Reform movements in 19th century

             Slavery was a part of the American lifestyle in the beginning of the 19th century. It had been part of America since the beginning of the presidents and continued to grow with each passing decade. During the “slave era” of America, democracy was also beginning to bloom as it created a better government with the help of each president and their presidencies. Slavery died down during the late 18th century, but with Eli Whitney’s invention of the cotton gin, slavery soon grew to enormous heights. Extremists against slavery, called abolitionists, started to incite a reform movement in the hopes of abolishing slavery. The abolition movement is credited for also creating the women’s rights reform. As slave reform came about, women started to notice that the female half of the country was just as bad off as the slaves were, if not worse in some ways. The early 19th century reform movements for abolition of slavery and women’s rights illustrated a strong democracy in America because the people, led by a few extraordinary leaders, were now speaking up for what they believed was right. The reform movements illustrated a weak democracy in America because of the political regard (or disregard) towards the issues.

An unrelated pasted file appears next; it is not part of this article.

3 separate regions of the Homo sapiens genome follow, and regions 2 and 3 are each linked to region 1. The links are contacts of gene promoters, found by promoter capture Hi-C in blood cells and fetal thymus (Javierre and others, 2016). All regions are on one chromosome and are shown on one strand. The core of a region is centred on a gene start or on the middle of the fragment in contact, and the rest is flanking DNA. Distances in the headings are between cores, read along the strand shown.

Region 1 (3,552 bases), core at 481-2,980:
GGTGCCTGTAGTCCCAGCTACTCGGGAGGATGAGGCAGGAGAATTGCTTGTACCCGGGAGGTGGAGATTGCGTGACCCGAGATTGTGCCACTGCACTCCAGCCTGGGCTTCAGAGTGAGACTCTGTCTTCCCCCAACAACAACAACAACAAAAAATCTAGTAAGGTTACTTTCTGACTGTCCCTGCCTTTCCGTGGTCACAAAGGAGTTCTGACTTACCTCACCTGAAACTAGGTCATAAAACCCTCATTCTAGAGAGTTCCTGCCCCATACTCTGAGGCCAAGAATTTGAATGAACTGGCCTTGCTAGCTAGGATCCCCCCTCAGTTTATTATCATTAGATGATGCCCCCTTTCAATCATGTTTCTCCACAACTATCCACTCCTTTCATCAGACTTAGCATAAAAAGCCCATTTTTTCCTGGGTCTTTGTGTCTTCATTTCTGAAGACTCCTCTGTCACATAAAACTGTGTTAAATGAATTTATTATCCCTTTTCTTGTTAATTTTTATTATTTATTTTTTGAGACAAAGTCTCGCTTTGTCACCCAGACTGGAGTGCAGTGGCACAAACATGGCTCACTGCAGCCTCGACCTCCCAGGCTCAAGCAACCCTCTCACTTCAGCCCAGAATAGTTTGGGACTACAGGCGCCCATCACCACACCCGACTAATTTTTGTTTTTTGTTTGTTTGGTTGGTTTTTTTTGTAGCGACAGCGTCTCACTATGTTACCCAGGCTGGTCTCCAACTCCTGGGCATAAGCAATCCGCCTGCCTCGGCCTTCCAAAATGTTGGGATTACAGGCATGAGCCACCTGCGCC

The strengths of the reform movements show up clearly in the leadership and incredible convention/lecture gatherings of the reforms. The earliest abolitionists of America were the Quakers, who disliked any slavery in any form or name. Abolitionist sentiments flared up again as the Second Great Awakening came about. Many famous abolitionists of the North, such as William Lloyd Garrison, the Beecher family, Frederick Douglass, Sojourner Truth, and many other abolitionists helped bring about the reform of the most fragile issue of the times. William Lloyd Garrison, one of the most famous abolitionists, created the antislavery newspaper The Liberator, which triggered a word war with the South. Garrison and many other abolitionist...

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